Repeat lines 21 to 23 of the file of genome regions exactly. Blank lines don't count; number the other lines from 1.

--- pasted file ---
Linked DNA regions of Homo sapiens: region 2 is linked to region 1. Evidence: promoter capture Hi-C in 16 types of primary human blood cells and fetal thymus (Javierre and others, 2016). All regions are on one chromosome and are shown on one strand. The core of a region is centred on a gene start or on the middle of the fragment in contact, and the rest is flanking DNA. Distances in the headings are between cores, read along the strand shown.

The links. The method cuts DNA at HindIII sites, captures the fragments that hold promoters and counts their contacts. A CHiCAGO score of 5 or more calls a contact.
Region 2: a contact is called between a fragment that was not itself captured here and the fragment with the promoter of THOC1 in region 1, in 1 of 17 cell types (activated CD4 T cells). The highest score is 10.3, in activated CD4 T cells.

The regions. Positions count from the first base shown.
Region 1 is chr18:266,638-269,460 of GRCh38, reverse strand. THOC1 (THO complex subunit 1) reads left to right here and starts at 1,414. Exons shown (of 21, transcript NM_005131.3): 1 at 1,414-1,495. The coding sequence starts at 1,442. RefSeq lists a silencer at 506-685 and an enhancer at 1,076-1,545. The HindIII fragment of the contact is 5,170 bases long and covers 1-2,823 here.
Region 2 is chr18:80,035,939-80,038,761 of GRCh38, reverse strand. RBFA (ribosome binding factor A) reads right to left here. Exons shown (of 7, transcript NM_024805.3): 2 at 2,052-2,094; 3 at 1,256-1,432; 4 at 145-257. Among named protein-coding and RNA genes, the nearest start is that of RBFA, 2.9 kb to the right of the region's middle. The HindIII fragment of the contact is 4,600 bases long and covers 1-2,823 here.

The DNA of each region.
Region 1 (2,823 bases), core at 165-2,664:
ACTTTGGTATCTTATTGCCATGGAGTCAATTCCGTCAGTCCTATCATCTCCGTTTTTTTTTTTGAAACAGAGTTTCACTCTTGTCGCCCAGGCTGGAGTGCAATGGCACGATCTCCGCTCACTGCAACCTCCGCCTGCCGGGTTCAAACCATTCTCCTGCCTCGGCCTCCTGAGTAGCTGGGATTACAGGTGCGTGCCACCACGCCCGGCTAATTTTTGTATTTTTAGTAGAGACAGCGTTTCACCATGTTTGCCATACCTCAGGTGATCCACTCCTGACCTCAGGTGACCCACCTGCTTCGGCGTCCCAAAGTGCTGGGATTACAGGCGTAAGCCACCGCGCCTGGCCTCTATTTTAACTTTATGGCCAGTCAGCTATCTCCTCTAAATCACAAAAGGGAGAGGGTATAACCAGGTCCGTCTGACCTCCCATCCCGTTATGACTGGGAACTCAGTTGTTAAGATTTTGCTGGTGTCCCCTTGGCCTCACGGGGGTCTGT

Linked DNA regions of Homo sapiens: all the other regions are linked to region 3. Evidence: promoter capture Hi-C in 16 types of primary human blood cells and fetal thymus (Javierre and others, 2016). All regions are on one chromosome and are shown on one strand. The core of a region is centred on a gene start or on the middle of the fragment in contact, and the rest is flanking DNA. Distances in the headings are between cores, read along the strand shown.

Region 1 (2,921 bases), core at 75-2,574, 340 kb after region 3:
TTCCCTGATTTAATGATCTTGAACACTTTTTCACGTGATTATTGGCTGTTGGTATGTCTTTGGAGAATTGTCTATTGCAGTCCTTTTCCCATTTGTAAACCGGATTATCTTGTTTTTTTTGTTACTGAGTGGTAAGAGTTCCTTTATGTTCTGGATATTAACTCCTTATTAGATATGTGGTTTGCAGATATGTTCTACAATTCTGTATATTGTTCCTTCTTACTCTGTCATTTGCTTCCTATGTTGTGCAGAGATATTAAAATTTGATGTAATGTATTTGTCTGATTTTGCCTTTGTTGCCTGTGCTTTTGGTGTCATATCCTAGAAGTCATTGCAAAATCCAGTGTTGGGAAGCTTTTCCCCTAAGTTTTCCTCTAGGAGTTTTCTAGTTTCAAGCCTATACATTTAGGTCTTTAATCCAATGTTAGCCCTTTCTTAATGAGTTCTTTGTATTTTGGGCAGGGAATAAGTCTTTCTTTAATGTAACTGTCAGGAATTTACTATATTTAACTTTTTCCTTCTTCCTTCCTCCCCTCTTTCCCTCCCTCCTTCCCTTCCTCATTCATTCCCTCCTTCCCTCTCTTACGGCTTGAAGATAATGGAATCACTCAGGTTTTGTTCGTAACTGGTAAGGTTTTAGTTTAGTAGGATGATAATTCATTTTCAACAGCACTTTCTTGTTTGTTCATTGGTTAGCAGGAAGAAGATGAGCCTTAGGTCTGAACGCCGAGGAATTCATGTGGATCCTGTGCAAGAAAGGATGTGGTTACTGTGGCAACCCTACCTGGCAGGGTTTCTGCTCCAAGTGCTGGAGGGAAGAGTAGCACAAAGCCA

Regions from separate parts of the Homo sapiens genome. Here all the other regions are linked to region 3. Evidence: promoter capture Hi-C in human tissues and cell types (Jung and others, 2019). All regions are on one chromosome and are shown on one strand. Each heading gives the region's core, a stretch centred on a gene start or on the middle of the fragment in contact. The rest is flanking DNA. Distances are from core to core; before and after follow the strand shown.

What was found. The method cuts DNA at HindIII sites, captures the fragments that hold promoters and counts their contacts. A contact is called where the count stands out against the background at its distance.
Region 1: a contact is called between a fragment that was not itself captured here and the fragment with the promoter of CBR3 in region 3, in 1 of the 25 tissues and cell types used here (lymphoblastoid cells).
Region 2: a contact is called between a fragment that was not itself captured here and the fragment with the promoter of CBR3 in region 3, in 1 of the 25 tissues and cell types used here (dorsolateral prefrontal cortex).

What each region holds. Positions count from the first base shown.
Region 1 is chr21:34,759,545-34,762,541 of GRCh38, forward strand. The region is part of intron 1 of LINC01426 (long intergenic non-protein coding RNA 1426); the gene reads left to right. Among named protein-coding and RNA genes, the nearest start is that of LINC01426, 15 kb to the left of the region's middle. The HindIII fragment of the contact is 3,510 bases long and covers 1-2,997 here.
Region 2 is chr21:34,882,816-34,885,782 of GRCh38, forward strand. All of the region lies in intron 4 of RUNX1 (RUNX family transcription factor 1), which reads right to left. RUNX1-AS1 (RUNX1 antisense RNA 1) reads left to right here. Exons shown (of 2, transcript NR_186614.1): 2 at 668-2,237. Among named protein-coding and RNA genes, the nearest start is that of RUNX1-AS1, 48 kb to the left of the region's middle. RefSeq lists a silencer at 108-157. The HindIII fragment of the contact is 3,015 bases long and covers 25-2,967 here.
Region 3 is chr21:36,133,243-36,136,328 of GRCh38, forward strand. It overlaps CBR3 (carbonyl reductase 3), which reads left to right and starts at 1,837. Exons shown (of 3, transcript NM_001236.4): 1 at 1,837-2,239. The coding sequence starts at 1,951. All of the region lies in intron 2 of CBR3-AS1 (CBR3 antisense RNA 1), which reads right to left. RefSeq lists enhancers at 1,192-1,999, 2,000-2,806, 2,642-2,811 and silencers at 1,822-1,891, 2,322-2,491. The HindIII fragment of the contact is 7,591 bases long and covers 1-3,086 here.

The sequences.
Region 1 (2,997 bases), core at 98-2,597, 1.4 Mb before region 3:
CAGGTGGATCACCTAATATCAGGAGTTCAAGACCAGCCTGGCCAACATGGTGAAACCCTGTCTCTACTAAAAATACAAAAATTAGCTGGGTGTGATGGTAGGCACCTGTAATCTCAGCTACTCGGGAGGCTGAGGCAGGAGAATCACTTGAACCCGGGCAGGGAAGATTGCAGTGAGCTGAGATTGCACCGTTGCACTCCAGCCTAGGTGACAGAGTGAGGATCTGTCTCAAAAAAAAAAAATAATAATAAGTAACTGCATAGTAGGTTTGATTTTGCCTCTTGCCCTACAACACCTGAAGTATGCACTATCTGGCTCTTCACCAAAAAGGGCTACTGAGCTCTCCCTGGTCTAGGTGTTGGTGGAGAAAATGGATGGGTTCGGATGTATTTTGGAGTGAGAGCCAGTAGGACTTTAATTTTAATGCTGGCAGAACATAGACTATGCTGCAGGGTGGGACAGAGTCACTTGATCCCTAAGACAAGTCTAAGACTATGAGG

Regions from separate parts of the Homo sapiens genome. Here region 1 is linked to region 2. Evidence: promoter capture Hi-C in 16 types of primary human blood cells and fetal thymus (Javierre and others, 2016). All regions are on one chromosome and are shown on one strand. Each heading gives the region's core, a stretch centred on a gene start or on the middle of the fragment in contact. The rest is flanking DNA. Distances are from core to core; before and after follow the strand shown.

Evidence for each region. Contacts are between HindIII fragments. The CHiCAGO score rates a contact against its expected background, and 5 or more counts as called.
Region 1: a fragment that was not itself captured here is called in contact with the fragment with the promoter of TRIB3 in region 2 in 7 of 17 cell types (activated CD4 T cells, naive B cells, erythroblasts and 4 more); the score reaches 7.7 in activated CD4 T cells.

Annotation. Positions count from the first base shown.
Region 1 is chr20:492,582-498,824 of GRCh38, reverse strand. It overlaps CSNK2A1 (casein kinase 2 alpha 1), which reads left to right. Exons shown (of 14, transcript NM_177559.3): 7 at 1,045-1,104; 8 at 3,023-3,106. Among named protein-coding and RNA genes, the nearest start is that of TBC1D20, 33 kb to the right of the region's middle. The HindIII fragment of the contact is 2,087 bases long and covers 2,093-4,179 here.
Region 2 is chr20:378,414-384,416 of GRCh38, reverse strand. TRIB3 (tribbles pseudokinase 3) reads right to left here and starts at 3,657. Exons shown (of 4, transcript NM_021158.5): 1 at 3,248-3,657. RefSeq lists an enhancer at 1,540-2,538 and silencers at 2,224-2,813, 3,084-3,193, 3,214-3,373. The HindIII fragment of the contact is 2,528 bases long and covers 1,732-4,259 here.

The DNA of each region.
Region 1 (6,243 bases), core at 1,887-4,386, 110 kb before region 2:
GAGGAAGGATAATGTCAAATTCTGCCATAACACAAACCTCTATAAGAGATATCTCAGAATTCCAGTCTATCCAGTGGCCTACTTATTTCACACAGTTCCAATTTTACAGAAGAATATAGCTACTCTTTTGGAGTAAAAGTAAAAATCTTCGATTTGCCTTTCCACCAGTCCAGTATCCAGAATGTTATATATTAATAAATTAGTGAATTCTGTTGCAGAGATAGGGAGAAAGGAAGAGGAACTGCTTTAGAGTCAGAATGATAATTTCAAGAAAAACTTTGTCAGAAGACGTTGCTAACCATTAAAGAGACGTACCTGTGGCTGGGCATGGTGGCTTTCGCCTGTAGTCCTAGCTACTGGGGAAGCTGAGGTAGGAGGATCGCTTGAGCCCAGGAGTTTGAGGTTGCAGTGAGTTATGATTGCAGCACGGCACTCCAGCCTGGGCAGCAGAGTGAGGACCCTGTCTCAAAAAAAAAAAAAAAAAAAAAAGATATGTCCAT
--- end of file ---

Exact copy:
The sequences.
Region 1 (2,997 bases), core at 98-2,597, 1.4 Mb before region 3:
CAGGTGGATCACCTAATATCAGGAGTTCAAGACCAGCCTGGCCAACATGGTGAAACCCTGTCTCTACTAAAAATACAAAAATTAGCTGGGTGTGATGGTAGGCACCTGTAATCTCAGCTACTCGGGAGGCTGAGGCAGGAGAATCACTTGAACCCGGGCAGGGAAGATTGCAGTGAGCTGAGATTGCACCGTTGCACTCCAGCCTAGGTGACAGAGTGAGGATCTGTCTCAAAAAAAAAAAATAATAATAAGTAACTGCATAGTAGGTTTGATTTTGCCTCTTGCCCTACAACACCTGAAGTATGCACTATCTGGCTCTTCACCAAAAAGGGCTACTGAGCTCTCCCTGGTCTAGGTGTTGGTGGAGAAAATGGATGGGTTCGGATGTATTTTGGAGTGAGAGCCAGTAGGACTTTAATTTTAATGCTGGCAGAACATAGACTATGCTGCAGGGTGGGACAGAGTCACTTGATCCCTAAGACAAGTCTAAGACTATGAGG